Anatomy and Cell Biology Publications
Anti-cholinergic medications for bladder dysfunction worsen cognition in persons with multiple sclerosis
Journal of the Neurological Sciences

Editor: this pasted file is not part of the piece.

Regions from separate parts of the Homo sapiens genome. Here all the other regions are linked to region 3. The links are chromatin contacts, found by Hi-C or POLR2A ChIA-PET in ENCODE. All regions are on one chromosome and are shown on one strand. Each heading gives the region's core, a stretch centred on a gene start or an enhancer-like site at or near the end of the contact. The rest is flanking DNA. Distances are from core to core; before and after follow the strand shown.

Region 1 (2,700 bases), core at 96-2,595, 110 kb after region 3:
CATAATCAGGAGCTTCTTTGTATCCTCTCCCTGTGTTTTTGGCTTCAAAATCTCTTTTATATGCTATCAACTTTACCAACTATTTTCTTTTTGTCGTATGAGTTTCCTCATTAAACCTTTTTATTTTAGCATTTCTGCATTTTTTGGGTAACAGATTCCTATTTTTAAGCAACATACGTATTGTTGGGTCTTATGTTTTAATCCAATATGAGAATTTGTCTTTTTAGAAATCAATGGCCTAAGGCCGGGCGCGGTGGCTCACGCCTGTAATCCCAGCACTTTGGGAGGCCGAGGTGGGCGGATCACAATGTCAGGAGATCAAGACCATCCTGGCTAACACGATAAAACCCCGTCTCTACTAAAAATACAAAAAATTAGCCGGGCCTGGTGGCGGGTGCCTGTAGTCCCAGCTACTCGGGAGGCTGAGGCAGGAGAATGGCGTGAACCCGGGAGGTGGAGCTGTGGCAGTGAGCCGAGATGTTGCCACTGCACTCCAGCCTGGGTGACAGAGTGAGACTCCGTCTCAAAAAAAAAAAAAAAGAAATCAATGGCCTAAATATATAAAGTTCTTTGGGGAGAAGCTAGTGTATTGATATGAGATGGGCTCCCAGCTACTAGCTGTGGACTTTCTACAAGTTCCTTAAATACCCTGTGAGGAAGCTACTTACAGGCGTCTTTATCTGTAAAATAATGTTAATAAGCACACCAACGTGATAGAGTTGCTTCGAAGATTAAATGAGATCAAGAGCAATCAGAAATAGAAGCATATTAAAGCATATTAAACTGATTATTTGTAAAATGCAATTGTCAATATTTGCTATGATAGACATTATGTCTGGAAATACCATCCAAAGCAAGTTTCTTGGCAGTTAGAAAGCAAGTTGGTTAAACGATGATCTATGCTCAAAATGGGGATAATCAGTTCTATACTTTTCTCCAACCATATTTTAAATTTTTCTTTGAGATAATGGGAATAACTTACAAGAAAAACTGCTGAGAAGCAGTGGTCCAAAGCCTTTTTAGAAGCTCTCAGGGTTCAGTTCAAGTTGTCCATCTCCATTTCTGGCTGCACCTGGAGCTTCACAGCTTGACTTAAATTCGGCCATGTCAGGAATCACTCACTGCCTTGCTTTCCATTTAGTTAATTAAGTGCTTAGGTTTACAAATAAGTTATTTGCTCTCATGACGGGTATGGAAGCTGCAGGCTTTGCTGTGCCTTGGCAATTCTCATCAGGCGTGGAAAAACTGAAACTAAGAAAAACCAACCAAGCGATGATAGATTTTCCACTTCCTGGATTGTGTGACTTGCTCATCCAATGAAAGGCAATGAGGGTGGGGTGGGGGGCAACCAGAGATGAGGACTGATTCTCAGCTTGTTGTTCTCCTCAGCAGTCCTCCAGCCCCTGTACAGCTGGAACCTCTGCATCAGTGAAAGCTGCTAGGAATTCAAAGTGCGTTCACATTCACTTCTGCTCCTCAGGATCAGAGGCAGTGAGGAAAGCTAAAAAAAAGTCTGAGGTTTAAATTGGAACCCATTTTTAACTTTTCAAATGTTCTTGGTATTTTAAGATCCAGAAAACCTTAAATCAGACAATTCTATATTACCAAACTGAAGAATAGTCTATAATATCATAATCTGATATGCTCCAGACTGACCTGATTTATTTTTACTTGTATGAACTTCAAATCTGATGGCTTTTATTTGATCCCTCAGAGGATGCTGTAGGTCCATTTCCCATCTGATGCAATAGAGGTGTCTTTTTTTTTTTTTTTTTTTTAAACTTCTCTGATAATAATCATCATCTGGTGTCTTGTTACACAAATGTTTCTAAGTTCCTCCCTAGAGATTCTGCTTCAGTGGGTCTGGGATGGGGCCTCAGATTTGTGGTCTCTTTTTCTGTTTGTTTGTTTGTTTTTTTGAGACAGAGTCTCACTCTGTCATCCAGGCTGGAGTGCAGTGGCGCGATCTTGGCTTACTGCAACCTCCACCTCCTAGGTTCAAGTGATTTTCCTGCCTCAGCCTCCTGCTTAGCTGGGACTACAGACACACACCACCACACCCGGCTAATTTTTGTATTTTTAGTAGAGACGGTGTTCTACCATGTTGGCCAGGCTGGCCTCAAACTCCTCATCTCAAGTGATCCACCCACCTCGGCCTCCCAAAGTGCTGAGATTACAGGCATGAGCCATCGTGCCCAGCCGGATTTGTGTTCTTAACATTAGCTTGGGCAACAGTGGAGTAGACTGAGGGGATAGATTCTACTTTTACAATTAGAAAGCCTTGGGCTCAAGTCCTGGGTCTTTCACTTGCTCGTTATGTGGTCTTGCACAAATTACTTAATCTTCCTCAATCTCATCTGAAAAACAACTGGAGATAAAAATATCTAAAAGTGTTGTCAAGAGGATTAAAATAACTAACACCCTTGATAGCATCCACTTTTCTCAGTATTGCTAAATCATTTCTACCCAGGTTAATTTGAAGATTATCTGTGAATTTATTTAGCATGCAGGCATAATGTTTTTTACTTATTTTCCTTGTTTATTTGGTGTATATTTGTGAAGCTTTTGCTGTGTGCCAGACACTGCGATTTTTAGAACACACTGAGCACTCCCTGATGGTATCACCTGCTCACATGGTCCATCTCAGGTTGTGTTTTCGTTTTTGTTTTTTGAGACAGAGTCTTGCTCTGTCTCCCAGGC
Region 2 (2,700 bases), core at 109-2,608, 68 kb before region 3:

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Bladder dysfunction is common in persons with MS (PwMS), often due to detrusor muscle overactivity. Anticholinergic medications are considered the first line treatment for bladder dysfunction and are known to worsen cognition in healthy older adults and in persons with dementia. Yet, it is not known if these medications have the same effect on PwMS. Thus, the Objective of this prospective matched-cohort study was to determine if anticholinergic medications affect objective measures of cognition in PwMS. We recruited PwMS starting either oxybutynin or tolterodine (cases). Cases and controls were tested with the Brief International Cognitive Assessment for MS (BiCAMS) battery prior to starting anticholinergic medications and 12 weeks later. The primary outcome was change on the Symbol Digit Modalities Test (SDMT) between groups; secondary outcomes were changes on the other BiCAMS measures. Analysis of Covariance with baseline measures as covariates to assess the significance of between group differences was performed at 12 weeks. Forty eight PwMS starting anticholinergic medications and 21 matched PwMS controls were recruited. There was a significant difference (p < 0.001) in the change on the cognitive measures over 12 weeks between groups. The controls demonstrated improvement, consistent with practice effect, while the cases remained unchanged. This study demonstrates that anticholinergic medications may have a negative effect on cognition in PwMS; further confirmatory studies are needed.